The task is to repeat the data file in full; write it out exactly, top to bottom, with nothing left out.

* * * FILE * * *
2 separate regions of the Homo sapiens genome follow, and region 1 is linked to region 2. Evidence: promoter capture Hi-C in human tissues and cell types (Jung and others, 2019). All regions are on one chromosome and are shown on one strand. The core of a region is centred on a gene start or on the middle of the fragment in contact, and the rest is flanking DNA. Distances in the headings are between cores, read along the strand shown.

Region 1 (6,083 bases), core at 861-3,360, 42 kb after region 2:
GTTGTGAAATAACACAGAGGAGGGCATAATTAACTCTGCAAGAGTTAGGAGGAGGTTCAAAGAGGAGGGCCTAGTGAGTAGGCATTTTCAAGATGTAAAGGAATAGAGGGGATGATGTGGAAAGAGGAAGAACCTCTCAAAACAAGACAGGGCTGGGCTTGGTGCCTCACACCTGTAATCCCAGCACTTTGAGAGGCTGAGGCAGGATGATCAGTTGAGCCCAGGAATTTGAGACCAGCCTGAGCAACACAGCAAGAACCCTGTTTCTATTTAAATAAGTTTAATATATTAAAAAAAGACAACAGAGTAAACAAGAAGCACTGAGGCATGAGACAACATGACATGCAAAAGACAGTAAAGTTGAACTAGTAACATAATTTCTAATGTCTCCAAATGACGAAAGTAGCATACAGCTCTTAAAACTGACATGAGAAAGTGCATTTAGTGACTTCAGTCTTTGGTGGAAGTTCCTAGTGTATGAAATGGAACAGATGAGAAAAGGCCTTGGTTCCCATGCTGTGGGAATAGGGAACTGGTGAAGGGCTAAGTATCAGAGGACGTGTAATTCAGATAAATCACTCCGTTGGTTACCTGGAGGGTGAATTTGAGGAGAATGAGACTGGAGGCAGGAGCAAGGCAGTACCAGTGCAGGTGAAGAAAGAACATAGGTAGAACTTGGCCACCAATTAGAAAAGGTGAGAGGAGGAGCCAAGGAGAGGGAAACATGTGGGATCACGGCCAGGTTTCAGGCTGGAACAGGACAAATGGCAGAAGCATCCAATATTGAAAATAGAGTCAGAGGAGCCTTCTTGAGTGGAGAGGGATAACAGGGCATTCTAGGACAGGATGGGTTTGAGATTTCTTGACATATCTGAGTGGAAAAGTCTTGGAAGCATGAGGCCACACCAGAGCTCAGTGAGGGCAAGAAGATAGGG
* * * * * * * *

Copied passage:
2 separate regions of the Homo sapiens genome follow, and region 1 is linked to region 2. Evidence: promoter capture Hi-C in human tissues and cell types (Jung and others, 2019). All regions are on one chromosome and are shown on one strand. The core of a region is centred on a gene start or on the middle of the fragment in contact, and the rest is flanking DNA. Distances in the headings are between cores, read along the strand shown.

Region 1 (6,083 bases), core at 861-3,360, 42 kb after region 2:
GTTGTGAAATAACACAGAGGAGGGCATAATTAACTCTGCAAGAGTTAGGAGGAGGTTCAAAGAGGAGGGCCTAGTGAGTAGGCATTTTCAAGATGTAAAGGAATAGAGGGGATGATGTGGAAAGAGGAAGAACCTCTCAAAACAAGACAGGGCTGGGCTTGGTGCCTCACACCTGTAATCCCAGCACTTTGAGAGGCTGAGGCAGGATGATCAGTTGAGCCCAGGAATTTGAGACCAGCCTGAGCAACACAGCAAGAACCCTGTTTCTATTTAAATAAGTTTAATATATTAAAAAAAGACAACAGAGTAAACAAGAAGCACTGAGGCATGAGACAACATGACATGCAAAAGACAGTAAAGTTGAACTAGTAACATAATTTCTAATGTCTCCAAATGACGAAAGTAGCATACAGCTCTTAAAACTGACATGAGAAAGTGCATTTAGTGACTTCAGTCTTTGGTGGAAGTTCCTAGTGTATGAAATGGAACAGATGAGAAAAGGCCTTGGTTCCCATGCTGTGGGAATAGGGAACTGGTGAAGGGCTAAGTATCAGAGGACGTGTAATTCAGATAAATCACTCCGTTGGTTACCTGGAGGGTGAATTTGAGGAGAATGAGACTGGAGGCAGGAGCAAGGCAGTACCAGTGCAGGTGAAGAAAGAACATAGGTAGAACTTGGCCACCAATTAGAAAAGGTGAGAGGAGGAGCCAAGGAGAGGGAAACATGTGGGATCACGGCCAGGTTTCAGGCTGGAACAGGACAAATGGCAGAAGCATCCAATATTGAAAATAGAGTCAGAGGAGCCTTCTTGAGTGGAGAGGGATAACAGGGCATTCTAGGACAGGATGGGTTTGAGATTTCTTGACATATCTGAGTGGAAAAGTCTTGGAAGCATGAGGCCACACCAGAGCTCAGTGAGGGCAAGAAGATAGGG